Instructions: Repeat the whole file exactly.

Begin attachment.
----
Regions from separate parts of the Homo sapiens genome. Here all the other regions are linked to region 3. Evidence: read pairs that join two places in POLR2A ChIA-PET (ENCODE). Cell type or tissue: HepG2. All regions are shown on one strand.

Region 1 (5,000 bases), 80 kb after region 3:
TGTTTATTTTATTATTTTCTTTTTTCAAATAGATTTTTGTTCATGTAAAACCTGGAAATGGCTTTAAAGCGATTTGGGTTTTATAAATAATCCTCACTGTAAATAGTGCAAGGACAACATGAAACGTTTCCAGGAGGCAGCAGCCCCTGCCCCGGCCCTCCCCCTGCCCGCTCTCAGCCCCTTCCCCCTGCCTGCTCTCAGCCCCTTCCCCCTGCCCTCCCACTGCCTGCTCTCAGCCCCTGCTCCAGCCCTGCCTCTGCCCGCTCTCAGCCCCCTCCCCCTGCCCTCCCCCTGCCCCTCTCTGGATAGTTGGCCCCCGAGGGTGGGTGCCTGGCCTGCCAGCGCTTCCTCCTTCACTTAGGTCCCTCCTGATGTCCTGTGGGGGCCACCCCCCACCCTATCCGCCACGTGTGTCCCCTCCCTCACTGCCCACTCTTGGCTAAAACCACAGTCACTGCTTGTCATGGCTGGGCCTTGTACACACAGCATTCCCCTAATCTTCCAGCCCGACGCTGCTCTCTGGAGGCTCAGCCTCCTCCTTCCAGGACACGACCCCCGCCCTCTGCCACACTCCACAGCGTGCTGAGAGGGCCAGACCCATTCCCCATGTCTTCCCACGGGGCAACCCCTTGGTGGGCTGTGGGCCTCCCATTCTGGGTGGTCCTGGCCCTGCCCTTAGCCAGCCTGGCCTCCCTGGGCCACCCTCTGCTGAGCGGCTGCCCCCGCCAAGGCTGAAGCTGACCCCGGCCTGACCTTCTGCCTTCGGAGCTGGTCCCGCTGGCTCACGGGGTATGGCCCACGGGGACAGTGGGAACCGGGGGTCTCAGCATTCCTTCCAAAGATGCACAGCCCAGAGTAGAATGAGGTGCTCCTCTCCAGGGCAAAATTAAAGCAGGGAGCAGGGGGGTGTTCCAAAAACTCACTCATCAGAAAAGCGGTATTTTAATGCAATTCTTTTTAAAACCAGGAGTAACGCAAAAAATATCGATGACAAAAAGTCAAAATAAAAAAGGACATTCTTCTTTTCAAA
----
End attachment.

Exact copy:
Regions from separate parts of the Homo sapiens genome. Here all the other regions are linked to region 3. Evidence: read pairs that join two places in POLR2A ChIA-PET (ENCODE). Cell type or tissue: HepG2. All regions are shown on one strand.

Region 1 (5,000 bases), 80 kb after region 3:
TGTTTATTTTATTATTTTCTTTTTTCAAATAGATTTTTGTTCATGTAAAACCTGGAAATGGCTTTAAAGCGATTTGGGTTTTATAAATAATCCTCACTGTAAATAGTGCAAGGACAACATGAAACGTTTCCAGGAGGCAGCAGCCCCTGCCCCGGCCCTCCCCCTGCCCGCTCTCAGCCCCTTCCCCCTGCCTGCTCTCAGCCCCTTCCCCCTGCCCTCCCACTGCCTGCTCTCAGCCCCTGCTCCAGCCCTGCCTCTGCCCGCTCTCAGCCCCCTCCCCCTGCCCTCCCCCTGCCCCTCTCTGGATAGTTGGCCCCCGAGGGTGGGTGCCTGGCCTGCCAGCGCTTCCTCCTTCACTTAGGTCCCTCCTGATGTCCTGTGGGGGCCACCCCCCACCCTATCCGCCACGTGTGTCCCCTCCCTCACTGCCCACTCTTGGCTAAAACCACAGTCACTGCTTGTCATGGCTGGGCCTTGTACACACAGCATTCCCCTAATCTTCCAGCCCGACGCTGCTCTCTGGAGGCTCAGCCTCCTCCTTCCAGGACACGACCCCCGCCCTCTGCCACACTCCACAGCGTGCTGAGAGGGCCAGACCCATTCCCCATGTCTTCCCACGGGGCAACCCCTTGGTGGGCTGTGGGCCTCCCATTCTGGGTGGTCCTGGCCCTGCCCTTAGCCAGCCTGGCCTCCCTGGGCCACCCTCTGCTGAGCGGCTGCCCCCGCCAAGGCTGAAGCTGACCCCGGCCTGACCTTCTGCCTTCGGAGCTGGTCCCGCTGGCTCACGGGGTATGGCCCACGGGGACAGTGGGAACCGGGGGTCTCAGCATTCCTTCCAAAGATGCACAGCCCAGAGTAGAATGAGGTGCTCCTCTCCAGGGCAAAATTAAAGCAGGGAGCAGGGGGGTGTTCCAAAAACTCACTCATCAGAAAAGCGGTATTTTAATGCAATTCTTTTTAAAACCAGGAGTAACGCAAAAAATATCGATGACAAAAAGTCAAAATAAAAAAGGACATTCTTCTTTTCAAA